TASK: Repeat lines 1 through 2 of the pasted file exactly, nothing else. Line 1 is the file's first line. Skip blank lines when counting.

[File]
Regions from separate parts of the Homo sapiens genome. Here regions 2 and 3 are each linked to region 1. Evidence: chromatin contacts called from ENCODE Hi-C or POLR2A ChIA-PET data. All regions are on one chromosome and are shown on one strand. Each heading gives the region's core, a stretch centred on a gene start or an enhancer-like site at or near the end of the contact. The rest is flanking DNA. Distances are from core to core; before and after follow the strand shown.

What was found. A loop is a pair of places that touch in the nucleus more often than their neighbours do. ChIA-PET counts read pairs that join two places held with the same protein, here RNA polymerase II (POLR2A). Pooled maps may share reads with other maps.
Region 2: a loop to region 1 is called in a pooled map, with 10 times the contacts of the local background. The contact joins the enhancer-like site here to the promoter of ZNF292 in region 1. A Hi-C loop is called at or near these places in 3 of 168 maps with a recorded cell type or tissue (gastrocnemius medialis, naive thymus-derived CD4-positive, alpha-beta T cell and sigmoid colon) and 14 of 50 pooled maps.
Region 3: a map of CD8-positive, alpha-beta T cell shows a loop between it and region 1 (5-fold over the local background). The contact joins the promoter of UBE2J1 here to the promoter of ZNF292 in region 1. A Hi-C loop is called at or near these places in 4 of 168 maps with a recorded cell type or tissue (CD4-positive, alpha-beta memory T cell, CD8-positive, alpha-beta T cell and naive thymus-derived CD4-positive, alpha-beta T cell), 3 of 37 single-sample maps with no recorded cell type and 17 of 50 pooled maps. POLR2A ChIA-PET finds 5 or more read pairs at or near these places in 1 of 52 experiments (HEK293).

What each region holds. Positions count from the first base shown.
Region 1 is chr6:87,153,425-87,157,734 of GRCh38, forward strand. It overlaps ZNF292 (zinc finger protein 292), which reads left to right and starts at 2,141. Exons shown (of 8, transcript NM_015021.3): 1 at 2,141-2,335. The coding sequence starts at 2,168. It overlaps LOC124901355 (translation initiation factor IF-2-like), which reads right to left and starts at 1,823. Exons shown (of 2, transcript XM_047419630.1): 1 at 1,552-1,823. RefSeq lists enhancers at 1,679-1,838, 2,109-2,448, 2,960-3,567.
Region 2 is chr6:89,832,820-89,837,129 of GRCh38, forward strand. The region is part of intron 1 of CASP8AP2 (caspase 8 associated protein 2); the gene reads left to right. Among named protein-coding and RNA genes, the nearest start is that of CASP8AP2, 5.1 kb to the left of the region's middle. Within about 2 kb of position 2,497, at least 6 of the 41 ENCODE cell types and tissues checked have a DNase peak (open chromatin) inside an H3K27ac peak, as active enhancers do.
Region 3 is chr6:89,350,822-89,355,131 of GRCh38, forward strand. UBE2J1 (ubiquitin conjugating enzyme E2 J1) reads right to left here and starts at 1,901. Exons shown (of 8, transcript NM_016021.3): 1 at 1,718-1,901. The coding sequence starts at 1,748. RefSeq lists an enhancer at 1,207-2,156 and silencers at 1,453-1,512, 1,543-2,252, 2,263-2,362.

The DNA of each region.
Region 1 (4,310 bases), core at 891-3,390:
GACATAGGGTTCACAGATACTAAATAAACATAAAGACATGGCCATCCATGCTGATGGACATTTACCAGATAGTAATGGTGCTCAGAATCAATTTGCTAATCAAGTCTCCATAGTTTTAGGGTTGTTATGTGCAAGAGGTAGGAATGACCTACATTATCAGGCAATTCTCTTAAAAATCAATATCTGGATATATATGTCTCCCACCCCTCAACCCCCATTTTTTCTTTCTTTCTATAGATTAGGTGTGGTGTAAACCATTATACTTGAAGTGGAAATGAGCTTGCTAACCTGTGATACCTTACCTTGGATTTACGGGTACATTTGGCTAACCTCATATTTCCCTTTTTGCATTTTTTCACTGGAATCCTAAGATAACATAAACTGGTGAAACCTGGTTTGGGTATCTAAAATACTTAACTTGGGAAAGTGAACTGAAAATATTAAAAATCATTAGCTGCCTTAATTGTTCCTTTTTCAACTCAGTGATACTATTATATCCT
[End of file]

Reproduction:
Regions from separate parts of the Homo sapiens genome. Here regions 2 and 3 are each linked to region 1. Evidence: chromatin contacts called from ENCODE Hi-C or POLR2A ChIA-PET data. All regions are on one chromosome and are shown on one strand. Each heading gives the region's core, a stretch centred on a gene start or an enhancer-like site at or near the end of the contact. The rest is flanking DNA. Distances are from core to core; before and after follow the strand shown.

What was found. A loop is a pair of places that touch in the nucleus more often than their neighbours do. ChIA-PET counts read pairs that join two places held with the same protein, here RNA polymerase II (POLR2A). Pooled maps may share reads with other maps.